I assume Athenae will be all over this.
A report evaluating the U.S. intelligence community’s prewar assessments of postwar Iraq is set to be approved by the Senate Intelligence Committee as early as this afternoon and could be released to the public in the coming weeks.
The Senate panel’s report is part of a larger inquiry into the quality of U.S. intelligence community’s work on Iraq before the invasion — and how the Bush administration used that intelligence — that has been dragging on for almost four years. Two more reports are still pending, including one that compares how Bush administration officials characterized the intelligence in making their case for war with the actual intelligence reports.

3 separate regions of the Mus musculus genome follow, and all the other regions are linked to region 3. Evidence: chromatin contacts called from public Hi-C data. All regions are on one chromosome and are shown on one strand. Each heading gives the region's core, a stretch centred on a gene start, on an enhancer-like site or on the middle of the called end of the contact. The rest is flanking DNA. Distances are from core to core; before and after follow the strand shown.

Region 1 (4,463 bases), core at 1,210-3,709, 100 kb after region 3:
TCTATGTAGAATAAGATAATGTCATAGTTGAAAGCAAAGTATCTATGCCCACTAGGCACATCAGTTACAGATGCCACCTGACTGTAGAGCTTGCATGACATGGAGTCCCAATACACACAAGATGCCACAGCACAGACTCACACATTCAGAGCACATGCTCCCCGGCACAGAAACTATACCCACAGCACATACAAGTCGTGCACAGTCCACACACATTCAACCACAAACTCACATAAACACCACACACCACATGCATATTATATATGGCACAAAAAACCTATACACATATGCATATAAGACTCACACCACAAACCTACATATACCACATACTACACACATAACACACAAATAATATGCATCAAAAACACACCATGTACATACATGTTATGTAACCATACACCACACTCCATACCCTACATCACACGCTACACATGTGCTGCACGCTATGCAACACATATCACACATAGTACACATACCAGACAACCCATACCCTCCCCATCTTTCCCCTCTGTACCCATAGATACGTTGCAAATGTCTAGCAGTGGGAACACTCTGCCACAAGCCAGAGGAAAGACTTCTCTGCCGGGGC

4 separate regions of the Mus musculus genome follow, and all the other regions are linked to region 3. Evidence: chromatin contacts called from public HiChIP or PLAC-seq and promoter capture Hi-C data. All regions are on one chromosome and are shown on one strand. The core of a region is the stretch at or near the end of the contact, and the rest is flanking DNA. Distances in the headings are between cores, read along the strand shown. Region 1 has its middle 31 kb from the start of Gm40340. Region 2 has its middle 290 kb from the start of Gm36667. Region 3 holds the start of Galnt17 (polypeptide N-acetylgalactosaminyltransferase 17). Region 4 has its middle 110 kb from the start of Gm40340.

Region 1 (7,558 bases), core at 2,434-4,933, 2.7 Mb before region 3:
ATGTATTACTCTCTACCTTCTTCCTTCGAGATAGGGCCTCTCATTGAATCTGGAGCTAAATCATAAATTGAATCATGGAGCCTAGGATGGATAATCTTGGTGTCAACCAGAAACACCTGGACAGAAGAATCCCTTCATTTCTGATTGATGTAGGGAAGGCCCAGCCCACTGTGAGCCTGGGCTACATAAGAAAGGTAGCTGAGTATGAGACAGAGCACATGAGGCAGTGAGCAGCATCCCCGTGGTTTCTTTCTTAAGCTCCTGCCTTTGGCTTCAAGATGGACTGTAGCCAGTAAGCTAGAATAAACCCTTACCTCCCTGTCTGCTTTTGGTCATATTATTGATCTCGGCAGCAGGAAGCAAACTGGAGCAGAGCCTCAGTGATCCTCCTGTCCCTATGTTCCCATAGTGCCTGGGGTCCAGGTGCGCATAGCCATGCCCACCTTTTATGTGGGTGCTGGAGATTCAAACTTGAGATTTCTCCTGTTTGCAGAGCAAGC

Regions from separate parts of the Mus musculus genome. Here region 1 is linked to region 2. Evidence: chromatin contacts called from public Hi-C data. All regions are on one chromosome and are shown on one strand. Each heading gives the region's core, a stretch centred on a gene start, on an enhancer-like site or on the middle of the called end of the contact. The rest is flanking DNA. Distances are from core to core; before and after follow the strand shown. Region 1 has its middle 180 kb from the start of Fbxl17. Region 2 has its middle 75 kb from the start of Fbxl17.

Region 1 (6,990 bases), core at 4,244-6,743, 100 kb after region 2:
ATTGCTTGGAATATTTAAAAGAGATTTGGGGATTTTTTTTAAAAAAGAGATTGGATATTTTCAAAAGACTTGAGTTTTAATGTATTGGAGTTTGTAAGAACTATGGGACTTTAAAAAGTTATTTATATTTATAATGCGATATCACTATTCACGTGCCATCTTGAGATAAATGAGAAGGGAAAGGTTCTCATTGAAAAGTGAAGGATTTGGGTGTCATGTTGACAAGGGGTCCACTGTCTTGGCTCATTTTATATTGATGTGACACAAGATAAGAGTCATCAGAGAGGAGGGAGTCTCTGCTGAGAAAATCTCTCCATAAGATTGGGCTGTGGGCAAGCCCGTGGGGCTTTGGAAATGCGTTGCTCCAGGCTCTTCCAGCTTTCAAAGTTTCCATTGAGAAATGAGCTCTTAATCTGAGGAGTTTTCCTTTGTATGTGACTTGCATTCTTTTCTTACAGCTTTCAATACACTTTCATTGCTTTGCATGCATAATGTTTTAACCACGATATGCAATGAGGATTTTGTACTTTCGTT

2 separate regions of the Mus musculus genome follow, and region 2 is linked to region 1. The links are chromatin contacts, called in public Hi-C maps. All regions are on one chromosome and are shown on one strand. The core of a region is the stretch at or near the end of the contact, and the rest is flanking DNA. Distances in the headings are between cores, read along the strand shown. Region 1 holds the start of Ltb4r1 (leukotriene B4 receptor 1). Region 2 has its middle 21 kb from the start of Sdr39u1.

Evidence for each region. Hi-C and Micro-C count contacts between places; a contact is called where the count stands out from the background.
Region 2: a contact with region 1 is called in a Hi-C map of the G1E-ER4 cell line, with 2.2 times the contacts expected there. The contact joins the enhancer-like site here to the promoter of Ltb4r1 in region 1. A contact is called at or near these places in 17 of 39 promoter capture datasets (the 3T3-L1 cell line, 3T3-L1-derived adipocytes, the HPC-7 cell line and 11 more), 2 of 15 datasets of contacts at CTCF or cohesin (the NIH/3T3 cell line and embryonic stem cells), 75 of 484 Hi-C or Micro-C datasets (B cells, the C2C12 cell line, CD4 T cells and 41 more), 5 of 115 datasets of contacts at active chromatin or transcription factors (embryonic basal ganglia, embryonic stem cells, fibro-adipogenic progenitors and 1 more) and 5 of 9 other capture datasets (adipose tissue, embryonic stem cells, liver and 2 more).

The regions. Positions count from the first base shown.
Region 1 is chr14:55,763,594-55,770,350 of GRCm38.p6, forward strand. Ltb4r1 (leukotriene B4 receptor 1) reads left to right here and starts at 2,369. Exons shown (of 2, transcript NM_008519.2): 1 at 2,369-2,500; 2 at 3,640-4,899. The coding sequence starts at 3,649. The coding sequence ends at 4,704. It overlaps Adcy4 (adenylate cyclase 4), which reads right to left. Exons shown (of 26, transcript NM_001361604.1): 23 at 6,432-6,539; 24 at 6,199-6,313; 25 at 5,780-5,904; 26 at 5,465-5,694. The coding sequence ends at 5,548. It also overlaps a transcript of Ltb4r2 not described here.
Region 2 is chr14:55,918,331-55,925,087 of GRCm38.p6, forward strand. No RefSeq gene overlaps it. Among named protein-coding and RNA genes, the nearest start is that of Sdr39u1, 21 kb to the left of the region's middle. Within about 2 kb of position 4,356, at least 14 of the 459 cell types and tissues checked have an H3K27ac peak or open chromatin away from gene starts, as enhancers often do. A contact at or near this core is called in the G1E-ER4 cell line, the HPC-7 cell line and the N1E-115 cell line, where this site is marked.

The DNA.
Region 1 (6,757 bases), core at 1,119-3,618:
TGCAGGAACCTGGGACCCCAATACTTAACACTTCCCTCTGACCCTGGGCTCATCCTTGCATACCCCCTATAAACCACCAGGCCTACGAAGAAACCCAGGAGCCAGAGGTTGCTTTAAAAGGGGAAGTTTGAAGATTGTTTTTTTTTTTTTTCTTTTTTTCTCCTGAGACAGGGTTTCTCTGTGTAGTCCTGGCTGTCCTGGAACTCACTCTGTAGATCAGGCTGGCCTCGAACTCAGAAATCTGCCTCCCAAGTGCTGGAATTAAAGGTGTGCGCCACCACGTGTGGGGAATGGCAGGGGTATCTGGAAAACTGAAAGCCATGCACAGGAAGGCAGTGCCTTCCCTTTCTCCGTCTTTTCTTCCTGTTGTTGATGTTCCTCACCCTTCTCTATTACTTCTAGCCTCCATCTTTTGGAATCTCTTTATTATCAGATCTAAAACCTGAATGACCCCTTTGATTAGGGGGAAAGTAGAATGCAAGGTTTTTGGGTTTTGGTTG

The final piece was supposed to look at the activities of the Office of Special Plans — a controversial Pentagon office created by former Undersecretary of Defense for Policy Doug Feith — that combed raw intelligence files to bolster the administration’s arguments that Iraq was an impending threat. But that report may be scrapped because his office was already the subject of a Pentagon inspector general inquiry.